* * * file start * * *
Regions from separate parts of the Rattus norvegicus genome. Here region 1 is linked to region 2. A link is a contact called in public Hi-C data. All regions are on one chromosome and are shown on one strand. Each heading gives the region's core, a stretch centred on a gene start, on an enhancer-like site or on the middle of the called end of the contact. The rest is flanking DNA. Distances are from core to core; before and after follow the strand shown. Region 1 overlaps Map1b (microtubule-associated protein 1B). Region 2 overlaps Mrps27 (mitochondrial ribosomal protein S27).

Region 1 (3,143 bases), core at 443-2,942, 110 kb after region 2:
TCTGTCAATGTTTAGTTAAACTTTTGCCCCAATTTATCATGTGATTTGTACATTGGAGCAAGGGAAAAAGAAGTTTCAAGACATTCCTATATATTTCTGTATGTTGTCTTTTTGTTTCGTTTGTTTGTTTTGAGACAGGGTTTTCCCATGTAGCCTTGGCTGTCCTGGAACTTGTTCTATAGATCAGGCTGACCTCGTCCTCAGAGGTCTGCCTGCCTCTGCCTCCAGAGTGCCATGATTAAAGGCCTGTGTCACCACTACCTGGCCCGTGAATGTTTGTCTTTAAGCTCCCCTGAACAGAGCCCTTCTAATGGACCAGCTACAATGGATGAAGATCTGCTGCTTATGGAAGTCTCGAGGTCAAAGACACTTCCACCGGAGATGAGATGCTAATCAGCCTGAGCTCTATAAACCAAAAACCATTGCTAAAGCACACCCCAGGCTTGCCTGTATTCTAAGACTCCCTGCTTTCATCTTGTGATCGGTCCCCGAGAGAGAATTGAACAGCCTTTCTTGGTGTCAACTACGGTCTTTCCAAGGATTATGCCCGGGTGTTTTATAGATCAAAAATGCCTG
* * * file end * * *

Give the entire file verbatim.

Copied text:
Regions from separate parts of the Rattus norvegicus genome. Here region 1 is linked to region 2. A link is a contact called in public Hi-C data. All regions are on one chromosome and are shown on one strand. Each heading gives the region's core, a stretch centred on a gene start, on an enhancer-like site or on the middle of the called end of the contact. The rest is flanking DNA. Distances are from core to core; before and after follow the strand shown. Region 1 overlaps Map1b (microtubule-associated protein 1B). Region 2 overlaps Mrps27 (mitochondrial ribosomal protein S27).

Region 1 (3,143 bases), core at 443-2,942, 110 kb after region 2:
TCTGTCAATGTTTAGTTAAACTTTTGCCCCAATTTATCATGTGATTTGTACATTGGAGCAAGGGAAAAAGAAGTTTCAAGACATTCCTATATATTTCTGTATGTTGTCTTTTTGTTTCGTTTGTTTGTTTTGAGACAGGGTTTTCCCATGTAGCCTTGGCTGTCCTGGAACTTGTTCTATAGATCAGGCTGACCTCGTCCTCAGAGGTCTGCCTGCCTCTGCCTCCAGAGTGCCATGATTAAAGGCCTGTGTCACCACTACCTGGCCCGTGAATGTTTGTCTTTAAGCTCCCCTGAACAGAGCCCTTCTAATGGACCAGCTACAATGGATGAAGATCTGCTGCTTATGGAAGTCTCGAGGTCAAAGACACTTCCACCGGAGATGAGATGCTAATCAGCCTGAGCTCTATAAACCAAAAACCATTGCTAAAGCACACCCCAGGCTTGCCTGTATTCTAAGACTCCCTGCTTTCATCTTGTGATCGGTCCCCGAGAGAGAATTGAACAGCCTTTCTTGGTGTCAACTACGGTCTTTCCAAGGATTATGCCCGGGTGTTTTATAGATCAAAAATGCCTG